Over the weekend, Jeremy Felt released Varying Vagrant Vagrants 1.3.0. Although VVV uses VirtualBox as its default virtualization provider, this release adds support for Parallels, VMWare Fusion, VMWare Workstation, and Hyper-V in the default Vagrantfile.
Version 1.3.0 also adds MailCatcher to the default provisioning. When working in a development environment, you generally don’t want want to deliver emails from the test site. MailCatcher collects any mail that is sent out and stores it for display. It’s available in the browser at vvv.dev:1080 in case you need to troubleshoot WordPress core and/or plugins.
Felt, the project’s current maintainer, said that he is aiming to push out more incremental releases every three months and hopes to get more developers using the
develop branch on GitHub.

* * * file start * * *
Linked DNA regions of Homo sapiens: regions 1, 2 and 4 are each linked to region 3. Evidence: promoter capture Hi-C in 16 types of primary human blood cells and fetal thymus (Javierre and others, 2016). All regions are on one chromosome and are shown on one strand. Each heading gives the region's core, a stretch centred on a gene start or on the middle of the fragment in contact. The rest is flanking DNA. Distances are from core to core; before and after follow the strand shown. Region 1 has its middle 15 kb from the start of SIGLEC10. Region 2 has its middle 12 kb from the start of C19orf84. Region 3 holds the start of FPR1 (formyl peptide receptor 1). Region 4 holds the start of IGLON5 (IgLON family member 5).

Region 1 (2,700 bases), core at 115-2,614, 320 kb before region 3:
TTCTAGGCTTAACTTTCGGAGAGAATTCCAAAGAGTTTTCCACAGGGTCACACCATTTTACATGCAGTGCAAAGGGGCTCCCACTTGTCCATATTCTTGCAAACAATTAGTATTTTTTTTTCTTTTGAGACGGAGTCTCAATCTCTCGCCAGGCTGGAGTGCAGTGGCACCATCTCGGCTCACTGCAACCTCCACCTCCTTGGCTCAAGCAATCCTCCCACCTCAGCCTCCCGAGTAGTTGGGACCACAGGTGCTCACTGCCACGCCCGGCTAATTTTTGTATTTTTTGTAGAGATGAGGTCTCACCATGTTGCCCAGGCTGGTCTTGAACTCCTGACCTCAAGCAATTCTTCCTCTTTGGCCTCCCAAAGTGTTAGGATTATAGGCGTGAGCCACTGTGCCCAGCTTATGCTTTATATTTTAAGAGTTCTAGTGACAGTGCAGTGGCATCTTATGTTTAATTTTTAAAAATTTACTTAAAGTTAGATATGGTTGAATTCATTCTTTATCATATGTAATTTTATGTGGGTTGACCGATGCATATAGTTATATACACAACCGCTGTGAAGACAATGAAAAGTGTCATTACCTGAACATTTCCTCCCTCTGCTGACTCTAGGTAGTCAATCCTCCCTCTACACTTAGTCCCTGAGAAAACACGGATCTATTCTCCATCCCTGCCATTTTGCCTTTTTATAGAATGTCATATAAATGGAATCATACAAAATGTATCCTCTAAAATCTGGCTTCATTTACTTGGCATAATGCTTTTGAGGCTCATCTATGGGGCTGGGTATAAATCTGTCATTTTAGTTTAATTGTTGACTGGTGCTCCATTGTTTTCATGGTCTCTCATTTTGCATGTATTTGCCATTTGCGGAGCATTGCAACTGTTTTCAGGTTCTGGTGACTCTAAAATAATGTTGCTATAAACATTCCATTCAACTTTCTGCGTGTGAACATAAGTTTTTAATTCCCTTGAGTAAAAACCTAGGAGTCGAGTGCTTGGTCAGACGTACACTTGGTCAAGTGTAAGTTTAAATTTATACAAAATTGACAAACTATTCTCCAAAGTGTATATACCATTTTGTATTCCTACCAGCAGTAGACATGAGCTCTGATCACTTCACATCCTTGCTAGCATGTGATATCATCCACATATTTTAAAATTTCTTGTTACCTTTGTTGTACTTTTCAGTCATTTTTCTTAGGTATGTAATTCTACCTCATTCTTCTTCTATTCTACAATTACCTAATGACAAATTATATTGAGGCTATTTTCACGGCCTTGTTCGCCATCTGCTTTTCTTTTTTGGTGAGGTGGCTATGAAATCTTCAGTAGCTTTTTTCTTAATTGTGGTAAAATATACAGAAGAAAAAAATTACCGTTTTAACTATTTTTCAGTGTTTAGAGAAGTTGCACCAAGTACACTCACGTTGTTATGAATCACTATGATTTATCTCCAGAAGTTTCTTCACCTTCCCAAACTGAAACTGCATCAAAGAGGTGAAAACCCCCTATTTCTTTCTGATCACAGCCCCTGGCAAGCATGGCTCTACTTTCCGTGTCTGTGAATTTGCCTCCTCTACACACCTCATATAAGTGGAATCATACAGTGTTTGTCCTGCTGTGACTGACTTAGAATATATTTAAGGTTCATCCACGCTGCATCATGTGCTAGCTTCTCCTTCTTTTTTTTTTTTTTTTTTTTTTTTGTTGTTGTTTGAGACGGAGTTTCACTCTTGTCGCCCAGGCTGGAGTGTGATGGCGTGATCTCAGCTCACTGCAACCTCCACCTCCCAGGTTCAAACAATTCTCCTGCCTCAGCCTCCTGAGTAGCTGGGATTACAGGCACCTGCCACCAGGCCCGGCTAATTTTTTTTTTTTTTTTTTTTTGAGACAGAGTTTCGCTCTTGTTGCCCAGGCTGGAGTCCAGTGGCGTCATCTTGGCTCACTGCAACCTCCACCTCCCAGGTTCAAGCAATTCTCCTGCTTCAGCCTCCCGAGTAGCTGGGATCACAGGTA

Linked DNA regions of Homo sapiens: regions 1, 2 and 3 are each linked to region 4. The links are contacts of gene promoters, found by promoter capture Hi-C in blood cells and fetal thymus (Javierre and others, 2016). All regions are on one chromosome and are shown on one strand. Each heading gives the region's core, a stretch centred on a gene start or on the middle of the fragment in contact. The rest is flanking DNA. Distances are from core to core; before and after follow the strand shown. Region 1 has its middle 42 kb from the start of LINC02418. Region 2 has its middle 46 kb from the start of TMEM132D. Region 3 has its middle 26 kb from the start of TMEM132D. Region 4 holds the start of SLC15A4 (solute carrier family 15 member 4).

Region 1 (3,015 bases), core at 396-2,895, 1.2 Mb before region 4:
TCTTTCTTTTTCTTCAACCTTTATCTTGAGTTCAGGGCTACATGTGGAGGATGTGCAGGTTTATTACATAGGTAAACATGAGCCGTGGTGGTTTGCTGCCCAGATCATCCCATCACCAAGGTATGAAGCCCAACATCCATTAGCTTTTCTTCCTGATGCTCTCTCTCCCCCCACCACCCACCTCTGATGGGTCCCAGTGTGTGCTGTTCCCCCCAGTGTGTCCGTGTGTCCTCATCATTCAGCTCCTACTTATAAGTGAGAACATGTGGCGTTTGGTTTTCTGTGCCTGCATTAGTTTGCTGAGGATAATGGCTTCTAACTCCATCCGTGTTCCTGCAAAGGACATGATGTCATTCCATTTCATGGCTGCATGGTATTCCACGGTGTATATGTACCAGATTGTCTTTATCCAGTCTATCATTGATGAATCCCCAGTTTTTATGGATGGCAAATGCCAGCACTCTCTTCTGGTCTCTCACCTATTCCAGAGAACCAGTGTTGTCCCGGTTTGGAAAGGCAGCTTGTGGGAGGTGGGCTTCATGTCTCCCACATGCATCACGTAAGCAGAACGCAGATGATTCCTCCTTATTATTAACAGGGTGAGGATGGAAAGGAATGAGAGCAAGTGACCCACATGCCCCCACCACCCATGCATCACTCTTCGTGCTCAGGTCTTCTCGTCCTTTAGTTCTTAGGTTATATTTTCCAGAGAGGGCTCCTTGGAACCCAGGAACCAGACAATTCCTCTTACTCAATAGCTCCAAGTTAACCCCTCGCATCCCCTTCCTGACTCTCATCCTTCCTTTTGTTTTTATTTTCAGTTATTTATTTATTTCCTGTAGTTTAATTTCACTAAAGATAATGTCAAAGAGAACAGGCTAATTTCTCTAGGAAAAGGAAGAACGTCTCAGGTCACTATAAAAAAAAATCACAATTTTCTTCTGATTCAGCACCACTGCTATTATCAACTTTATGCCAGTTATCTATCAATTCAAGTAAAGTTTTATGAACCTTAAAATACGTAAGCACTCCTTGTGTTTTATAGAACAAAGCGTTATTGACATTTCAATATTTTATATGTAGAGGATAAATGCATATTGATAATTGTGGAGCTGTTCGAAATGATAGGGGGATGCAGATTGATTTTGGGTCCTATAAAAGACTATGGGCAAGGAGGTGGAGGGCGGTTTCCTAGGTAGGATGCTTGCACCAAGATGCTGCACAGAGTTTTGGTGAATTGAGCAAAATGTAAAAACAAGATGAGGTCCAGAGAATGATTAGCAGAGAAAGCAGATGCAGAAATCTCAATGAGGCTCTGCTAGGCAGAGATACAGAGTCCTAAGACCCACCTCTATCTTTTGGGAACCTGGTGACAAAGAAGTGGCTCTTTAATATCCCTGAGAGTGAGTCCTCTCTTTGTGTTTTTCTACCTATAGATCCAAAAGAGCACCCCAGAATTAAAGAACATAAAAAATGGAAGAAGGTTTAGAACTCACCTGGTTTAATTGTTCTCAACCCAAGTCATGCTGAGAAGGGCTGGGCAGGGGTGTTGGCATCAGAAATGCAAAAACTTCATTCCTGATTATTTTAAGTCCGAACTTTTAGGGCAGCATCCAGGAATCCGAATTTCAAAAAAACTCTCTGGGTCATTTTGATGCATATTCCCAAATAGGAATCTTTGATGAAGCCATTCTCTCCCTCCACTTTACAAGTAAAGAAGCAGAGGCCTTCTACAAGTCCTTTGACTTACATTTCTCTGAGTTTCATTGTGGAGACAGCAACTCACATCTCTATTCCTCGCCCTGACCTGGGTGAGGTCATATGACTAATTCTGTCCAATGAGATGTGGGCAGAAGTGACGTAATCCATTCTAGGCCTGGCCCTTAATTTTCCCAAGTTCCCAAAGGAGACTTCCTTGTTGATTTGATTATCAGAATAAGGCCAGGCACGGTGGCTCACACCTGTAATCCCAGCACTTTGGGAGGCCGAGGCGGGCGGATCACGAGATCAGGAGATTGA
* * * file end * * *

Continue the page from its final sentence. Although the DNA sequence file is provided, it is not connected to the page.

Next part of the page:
“A tough thing about marking version numbers on a project like VVV is that all of the various versions of included packages change frequently,” Felt said. “We need to do a better job of making it easier to maintain existing packages.”
Felt is currently soliciting feedback on changing the TLD for test sites in the next version, as Google is attempting to gain control of the .dev TLD. If the company were to open it up for public registration, it could cause confusion with test sites. After a brief discussion with VVV users, Felt has narrowed the considerations to .localhost, .test, and .local.
In addition to a new TLD for test sites, Felt hopes to update packages on
vagrant provision in a future release, which should help keep PHP, Nginx, and MySQL updated. He also wants to make it easy to remove the default configurations for WordPress local, trunk, and dev environments that are offered with VVV out of the box.
For more details on the 23 features and bug fixes in 1.3.0, check out the official changelog.